This is the coolest classic Super Nintendo Entertainment System (SNES) hack we’ve seen in quite a while. What you’re seeing is called “Super Mario World (Total Control)” by [Masterjun]. Our first recommendation is that you watch the video, then come back here for an explanation. Similar to what we saw for Pokemon Yellow on Gameboy, [Masterjun] created entire Pong and Snake clones within Super Mario World. He also created a menu and ending screen, along with his trademark smiley face graphic. Even more amazing is that this was unveiled live on a real SNES running an unmodified game cartridge. [Masterjun] actually used dual multitap cables, effectively connecting 8 controllers to a SNES. This gave him enough bandwidth to quickly download his new binary through the controller ports alone.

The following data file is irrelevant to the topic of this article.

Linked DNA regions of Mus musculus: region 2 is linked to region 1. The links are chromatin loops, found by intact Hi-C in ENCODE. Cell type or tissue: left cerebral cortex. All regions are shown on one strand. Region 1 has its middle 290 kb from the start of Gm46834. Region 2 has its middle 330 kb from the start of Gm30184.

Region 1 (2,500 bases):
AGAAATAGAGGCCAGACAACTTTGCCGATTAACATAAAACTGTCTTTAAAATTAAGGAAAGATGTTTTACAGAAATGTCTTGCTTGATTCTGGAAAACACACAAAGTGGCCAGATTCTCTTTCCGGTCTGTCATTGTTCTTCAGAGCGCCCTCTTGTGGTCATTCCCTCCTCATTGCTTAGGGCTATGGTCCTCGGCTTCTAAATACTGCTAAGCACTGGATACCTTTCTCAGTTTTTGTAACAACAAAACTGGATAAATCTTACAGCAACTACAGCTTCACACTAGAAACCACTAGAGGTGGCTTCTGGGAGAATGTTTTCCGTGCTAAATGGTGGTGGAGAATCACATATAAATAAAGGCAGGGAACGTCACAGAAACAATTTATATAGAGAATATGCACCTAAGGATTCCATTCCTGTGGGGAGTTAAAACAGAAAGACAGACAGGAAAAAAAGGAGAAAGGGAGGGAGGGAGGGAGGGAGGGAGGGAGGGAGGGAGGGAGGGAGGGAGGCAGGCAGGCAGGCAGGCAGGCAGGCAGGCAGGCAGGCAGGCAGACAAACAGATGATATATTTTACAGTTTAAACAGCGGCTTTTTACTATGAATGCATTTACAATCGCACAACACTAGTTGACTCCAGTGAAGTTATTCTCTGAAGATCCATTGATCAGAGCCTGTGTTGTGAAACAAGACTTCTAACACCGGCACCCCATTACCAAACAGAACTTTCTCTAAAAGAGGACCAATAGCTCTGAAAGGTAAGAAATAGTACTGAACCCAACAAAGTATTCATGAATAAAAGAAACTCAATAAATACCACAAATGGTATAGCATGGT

Welcome to the world of Tool Assisted Speedruns (TAS), where emulators and scripts are used to create high-speed runs through video games. The runners often work frame by frame, painstakingly inputting commands to create the perfect run. Game bugs and glitches are often exploited in these speed runs. In fact, in runs such as this one, the speed run takes second place to showing off the exploit. The output of speed run creation is a script file of control inputs which can be executed on an emulator to “re-run” the TAS at any time. This script can also be saved to a PC or Raspberry Pi and played back into the controller port of a real game system. A PIC based hardware translator is used to convert the data to NES or SNES controller format. As one might expect, these scripts run open loop. With no feedback from the running game, they can and do become desynchronized due to differences in console hardware, such as the tolerance of the oscillator crystal. When everything is in sync and does work , the results are awesome.